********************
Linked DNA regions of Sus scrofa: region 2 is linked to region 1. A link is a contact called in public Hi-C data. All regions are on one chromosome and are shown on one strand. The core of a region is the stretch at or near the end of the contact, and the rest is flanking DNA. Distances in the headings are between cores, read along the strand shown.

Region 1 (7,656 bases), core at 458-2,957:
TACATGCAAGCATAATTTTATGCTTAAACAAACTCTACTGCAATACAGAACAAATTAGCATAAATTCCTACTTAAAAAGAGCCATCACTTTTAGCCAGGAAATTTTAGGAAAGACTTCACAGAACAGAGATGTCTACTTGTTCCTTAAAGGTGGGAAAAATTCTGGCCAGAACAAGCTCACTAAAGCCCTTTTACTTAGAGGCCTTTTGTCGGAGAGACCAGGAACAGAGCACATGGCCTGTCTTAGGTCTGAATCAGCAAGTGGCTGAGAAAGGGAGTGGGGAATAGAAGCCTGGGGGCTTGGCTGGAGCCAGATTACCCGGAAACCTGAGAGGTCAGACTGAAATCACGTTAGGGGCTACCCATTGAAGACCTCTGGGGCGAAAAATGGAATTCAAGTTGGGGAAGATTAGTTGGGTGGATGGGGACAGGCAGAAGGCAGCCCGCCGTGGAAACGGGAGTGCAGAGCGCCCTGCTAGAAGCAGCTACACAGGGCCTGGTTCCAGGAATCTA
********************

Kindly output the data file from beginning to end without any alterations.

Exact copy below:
Linked DNA regions of Sus scrofa: region 2 is linked to region 1. A link is a contact called in public Hi-C data. All regions are on one chromosome and are shown on one strand. The core of a region is the stretch at or near the end of the contact, and the rest is flanking DNA. Distances in the headings are between cores, read along the strand shown.

Region 1 (7,656 bases), core at 458-2,957:
TACATGCAAGCATAATTTTATGCTTAAACAAACTCTACTGCAATACAGAACAAATTAGCATAAATTCCTACTTAAAAAGAGCCATCACTTTTAGCCAGGAAATTTTAGGAAAGACTTCACAGAACAGAGATGTCTACTTGTTCCTTAAAGGTGGGAAAAATTCTGGCCAGAACAAGCTCACTAAAGCCCTTTTACTTAGAGGCCTTTTGTCGGAGAGACCAGGAACAGAGCACATGGCCTGTCTTAGGTCTGAATCAGCAAGTGGCTGAGAAAGGGAGTGGGGAATAGAAGCCTGGGGGCTTGGCTGGAGCCAGATTACCCGGAAACCTGAGAGGTCAGACTGAAATCACGTTAGGGGCTACCCATTGAAGACCTCTGGGGCGAAAAATGGAATTCAAGTTGGGGAAGATTAGTTGGGTGGATGGGGACAGGCAGAAGGCAGCCCGCCGTGGAAACGGGAGTGCAGAGCGCCCTGCTAGAAGCAGCTACACAGGGCCTGGTTCCAGGAATCTA